You are asked for advice from
an inexperienced line manager
handling their first disciplinary
process who is making a real hash
of it. Do you take over and get the
whole thing back on track?
A recent case Ramphal v
Department for Transport provides
some salutary guidance.
Mr Ramphal’s job involved a lot of travel. He
was supplied with a hire car and a company
credit card which he could use to pay for fuel
and other expenses.
A routine audit highlighted 50 concerns about
his expenses. These were all investigated by
his line manager who accepted Mr Ramphal’s
explanations. There was then a further audit
and four further concerns were identified. A
manager called Mr Goodchild (who had no
prior experience of disciplinary investigations)
was appointed to investigate and determine
if there was a case to answer. He did his best
and produced for HR’s approval a report which
concluded that Mr Ramphal’s explanations
for his expenditure were “consistent” and
“plausible”. He considered that the most
appropriate course of action was a warning for
The HR department set to work on the report
and over a staggering five month period,
the report metamorphosed into finding
that Mr Ramphal had been dishonest and
it was appropriate to dismiss him for gross
misconduct. Mr Goodchild, presumably buoyed
up with confidence, went ahead and dismissed
Mr Ramphal who promptly claimed that he
had been unfairly dismissed.
Although the Employment Tribunal, initially,
found that the dismissal was fair the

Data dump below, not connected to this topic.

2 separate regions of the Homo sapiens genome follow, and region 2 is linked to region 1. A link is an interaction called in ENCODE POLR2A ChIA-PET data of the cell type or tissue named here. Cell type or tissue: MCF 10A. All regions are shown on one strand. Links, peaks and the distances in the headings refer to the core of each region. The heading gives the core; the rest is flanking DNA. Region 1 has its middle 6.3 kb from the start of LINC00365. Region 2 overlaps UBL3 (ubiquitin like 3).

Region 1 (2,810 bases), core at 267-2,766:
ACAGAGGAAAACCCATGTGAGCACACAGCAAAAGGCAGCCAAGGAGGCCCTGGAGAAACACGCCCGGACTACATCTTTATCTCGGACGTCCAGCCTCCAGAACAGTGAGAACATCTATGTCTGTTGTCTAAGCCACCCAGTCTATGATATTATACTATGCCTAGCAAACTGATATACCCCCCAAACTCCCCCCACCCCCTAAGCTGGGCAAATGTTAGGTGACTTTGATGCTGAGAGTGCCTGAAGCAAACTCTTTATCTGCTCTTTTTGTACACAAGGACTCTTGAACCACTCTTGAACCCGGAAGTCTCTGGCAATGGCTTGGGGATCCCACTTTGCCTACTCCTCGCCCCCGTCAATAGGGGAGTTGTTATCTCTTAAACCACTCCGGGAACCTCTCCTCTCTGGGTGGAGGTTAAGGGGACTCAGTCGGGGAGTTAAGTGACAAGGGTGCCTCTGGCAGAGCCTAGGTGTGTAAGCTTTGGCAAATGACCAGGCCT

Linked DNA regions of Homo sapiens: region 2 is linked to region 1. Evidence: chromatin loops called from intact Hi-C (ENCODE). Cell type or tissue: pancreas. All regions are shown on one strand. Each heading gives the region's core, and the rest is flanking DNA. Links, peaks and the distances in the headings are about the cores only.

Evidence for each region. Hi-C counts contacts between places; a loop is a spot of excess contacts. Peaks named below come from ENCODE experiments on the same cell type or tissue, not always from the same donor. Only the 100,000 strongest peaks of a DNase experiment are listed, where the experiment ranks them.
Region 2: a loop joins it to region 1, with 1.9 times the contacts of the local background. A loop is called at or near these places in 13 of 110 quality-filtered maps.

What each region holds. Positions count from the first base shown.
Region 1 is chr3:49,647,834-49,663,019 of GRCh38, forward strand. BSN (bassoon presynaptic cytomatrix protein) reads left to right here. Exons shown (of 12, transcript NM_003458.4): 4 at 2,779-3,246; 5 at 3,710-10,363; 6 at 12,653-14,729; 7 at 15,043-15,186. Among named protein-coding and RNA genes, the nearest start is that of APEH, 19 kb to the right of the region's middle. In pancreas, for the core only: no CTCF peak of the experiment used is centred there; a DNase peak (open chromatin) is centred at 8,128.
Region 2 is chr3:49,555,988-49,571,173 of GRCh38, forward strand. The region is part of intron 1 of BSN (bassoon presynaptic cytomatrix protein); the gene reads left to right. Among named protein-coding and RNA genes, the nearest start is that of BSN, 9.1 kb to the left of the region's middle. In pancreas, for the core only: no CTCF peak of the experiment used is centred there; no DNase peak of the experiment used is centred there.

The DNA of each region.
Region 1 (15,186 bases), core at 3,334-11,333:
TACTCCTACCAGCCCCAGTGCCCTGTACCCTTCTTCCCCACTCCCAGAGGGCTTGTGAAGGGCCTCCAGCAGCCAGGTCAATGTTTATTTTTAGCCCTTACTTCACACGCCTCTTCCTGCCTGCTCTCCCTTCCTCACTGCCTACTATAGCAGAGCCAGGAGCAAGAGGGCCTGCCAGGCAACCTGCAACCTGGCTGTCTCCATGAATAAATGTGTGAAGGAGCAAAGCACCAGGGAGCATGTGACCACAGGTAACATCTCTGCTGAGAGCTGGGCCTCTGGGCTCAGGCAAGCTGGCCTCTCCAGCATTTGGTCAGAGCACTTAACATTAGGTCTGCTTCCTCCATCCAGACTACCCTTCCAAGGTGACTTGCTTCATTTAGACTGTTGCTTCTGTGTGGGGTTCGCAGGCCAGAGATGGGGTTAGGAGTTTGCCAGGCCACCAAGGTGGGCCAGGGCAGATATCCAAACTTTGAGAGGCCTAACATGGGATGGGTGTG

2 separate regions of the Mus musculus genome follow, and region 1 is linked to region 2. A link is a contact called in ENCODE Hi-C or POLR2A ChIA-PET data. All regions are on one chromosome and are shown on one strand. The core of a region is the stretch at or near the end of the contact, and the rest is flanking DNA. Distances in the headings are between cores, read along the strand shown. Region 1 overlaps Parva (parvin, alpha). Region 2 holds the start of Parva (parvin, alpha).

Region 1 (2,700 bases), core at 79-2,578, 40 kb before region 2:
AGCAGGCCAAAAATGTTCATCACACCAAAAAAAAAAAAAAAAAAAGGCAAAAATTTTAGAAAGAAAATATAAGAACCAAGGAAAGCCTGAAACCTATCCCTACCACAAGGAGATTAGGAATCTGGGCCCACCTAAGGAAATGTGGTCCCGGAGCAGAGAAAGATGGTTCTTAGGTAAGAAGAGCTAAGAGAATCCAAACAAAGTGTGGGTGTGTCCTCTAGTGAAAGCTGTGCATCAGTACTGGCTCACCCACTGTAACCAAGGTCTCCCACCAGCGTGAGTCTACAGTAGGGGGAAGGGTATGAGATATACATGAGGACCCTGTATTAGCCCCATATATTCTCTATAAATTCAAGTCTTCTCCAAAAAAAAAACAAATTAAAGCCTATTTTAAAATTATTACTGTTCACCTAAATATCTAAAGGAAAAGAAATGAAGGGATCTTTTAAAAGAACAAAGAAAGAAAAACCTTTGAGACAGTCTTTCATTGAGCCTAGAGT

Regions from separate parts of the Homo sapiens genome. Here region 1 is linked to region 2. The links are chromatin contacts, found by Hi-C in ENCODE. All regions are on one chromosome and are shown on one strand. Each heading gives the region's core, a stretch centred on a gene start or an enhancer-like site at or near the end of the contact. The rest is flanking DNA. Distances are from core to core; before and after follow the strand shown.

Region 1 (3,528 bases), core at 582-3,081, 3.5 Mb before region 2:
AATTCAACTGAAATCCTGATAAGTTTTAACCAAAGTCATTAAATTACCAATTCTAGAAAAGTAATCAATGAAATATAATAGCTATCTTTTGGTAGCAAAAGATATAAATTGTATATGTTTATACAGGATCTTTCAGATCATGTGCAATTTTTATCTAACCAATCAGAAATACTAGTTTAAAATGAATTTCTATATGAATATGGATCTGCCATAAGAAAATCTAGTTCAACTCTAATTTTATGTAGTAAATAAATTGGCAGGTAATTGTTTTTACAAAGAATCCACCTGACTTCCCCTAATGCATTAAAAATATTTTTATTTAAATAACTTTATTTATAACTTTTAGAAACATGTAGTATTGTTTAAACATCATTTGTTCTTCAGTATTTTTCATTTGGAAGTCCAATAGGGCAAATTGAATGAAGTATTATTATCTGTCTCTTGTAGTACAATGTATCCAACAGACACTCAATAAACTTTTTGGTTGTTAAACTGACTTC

Employment Appeal Tribunal referred the
case back to the Tribunal to find out what
happened between the first and final draft
versions of the report.
The Tribunal will have to determine if HR’s
input “strayed” from providing advice on the
law or procedure to be followed (which is
permissible) or if they influenced the decision
(which is not). If the Tribunal finds that the
decision to dismiss was not Mr Goodchild’s
alone, the dismissal is likely to be found to be
Lessons for HR
- Remember that you will be required to
disclose all correspondence (including drafts
of reports or letters) if you receive a legal
claim because these types of documents do
not attract legal privilege.
- Set out in writing the relevant legal issues
the investigator or disciplinary manager
should consider before they start the process
and the sanctions that might be appropriate
(and have been given in other similar cases).
- Give advice in writing on the law and
procedure to be followed – such as who it
might be appropriate to interview, the
burden of proof and how to record the
- Make sure that the investigating officer
has asked all relevant questions. If
something has been missed (particularly
if it might affect the decision), it is perfectly
permissible to ask the investigating officer
to re-consider and re-interview witnesses or
interview new witnesses. It is also fine to ask
the officer to explain their thought process or
conclusions if their rationale is unclear.
- Provide training for all investigating officers.
A lot of potential problems with
investigations (e.g. incomplete reports,
inconsistencies in the approach taken to
investigations and the burden of proof)
can be avoided if those who are carrying out
investigations have been properly trained.
Alter a report or the recommendation (this
includes omitting the bits you don’t like or
disagree with) or make the decision for the
officer, or give the impression that you have
Legislation tracker - What does 2016 have in store?
Case tracker - What does 2016 have in store?
News in brief
Focus on HR - How not to handle a disciplinary process
Do you need to treat the time your workforce spend travelling to and from work as “working time”?
Case law update
Download Winter 2016 issue (PDF)